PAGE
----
Federal grants require detailed work plans that distill the numerous proposed programmatic activities into a summarized format. Logic models are also frequently required. Effective grant applications are able to connect the activities of the program not just to short-term impacts but also to larger and longer-term outcomes for the client and even the community. This can be challenging when the funding period limits the timeframe for measureable outcomes. An effective logic model is able to clearly demonstrate how the program's direct impact leads to broader outcomes over time and potentially beyond the funding period. Effective grant writers are skilled at developing both of these documents. Grant writers can develop those skills through the evaluation and research classes offered by social work programs.
Nonprofit administration: MSW programs that offer an administration concentration or management courses provide students with a foundational understanding of nonprofit administration that strengthens successful communication and proposal development. Specifically, basic financial management skills support the creation of budgets that reflect proposed activities and the actual cost of the program. Knowledge of organizational theory and strategic planning bolster the development of narrative sections requiring information regarding program development and sustainability. Nonprofit administration also includes the need to inform a variety of stakeholders about the effectiveness of the program. The ability to translate programmatic and agency outcome data for multiple audiences—including federal grant reviewers, local government staff, and foundation program officers—will support the agency in "selling" its programs and maintaining or acquiring funding.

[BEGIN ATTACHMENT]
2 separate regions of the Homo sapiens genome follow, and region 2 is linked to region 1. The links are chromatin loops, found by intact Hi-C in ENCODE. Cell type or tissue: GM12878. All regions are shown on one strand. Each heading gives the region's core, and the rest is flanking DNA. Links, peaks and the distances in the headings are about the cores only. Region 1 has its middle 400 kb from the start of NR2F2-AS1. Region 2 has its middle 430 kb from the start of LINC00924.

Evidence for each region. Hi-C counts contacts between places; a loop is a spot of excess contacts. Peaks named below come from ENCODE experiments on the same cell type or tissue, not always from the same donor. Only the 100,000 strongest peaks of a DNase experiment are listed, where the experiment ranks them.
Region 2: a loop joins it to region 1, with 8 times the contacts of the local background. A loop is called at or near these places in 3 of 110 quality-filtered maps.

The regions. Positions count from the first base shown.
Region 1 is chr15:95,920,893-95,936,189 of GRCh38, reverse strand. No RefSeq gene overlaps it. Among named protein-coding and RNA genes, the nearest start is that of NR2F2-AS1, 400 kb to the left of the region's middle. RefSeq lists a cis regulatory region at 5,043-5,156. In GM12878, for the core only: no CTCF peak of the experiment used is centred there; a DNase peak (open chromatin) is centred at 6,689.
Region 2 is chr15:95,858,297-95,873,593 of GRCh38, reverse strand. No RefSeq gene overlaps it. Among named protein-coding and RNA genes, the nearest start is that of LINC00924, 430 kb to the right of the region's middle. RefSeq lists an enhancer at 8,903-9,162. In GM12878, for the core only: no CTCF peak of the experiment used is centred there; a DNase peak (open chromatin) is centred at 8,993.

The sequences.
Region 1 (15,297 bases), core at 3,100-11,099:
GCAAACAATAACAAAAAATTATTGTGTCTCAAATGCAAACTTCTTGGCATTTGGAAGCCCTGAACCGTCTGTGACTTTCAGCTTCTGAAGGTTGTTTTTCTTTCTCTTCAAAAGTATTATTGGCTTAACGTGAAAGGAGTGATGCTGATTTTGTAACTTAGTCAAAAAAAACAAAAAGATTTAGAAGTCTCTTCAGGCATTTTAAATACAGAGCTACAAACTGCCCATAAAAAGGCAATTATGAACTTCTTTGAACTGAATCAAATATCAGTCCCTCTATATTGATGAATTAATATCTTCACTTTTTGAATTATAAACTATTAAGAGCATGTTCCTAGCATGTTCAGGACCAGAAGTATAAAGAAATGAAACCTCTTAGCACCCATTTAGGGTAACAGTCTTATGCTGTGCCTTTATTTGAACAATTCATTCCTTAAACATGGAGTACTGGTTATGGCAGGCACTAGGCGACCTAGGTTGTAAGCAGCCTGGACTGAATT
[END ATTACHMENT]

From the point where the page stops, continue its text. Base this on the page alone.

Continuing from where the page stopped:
Many excellent grant writers are not social workers, and not all trained social workers have the communication or development skills to be grant writers. Support of the combination of social work training and communication skills allows for effective grant writing on behalf of those served by social work programs and services. Advanced training in social work provides the grant writer with subject area matter expertise, an understanding of program design and nonprofit management, and basic evaluation skills while ensuring a client-centered focus. As such, trained social workers who choose to become professional grant writers are using their social work training in a way that supports both their professional desires and social work ideals.
This piece originally appears on Social Work Today and is reproduced here with their permission.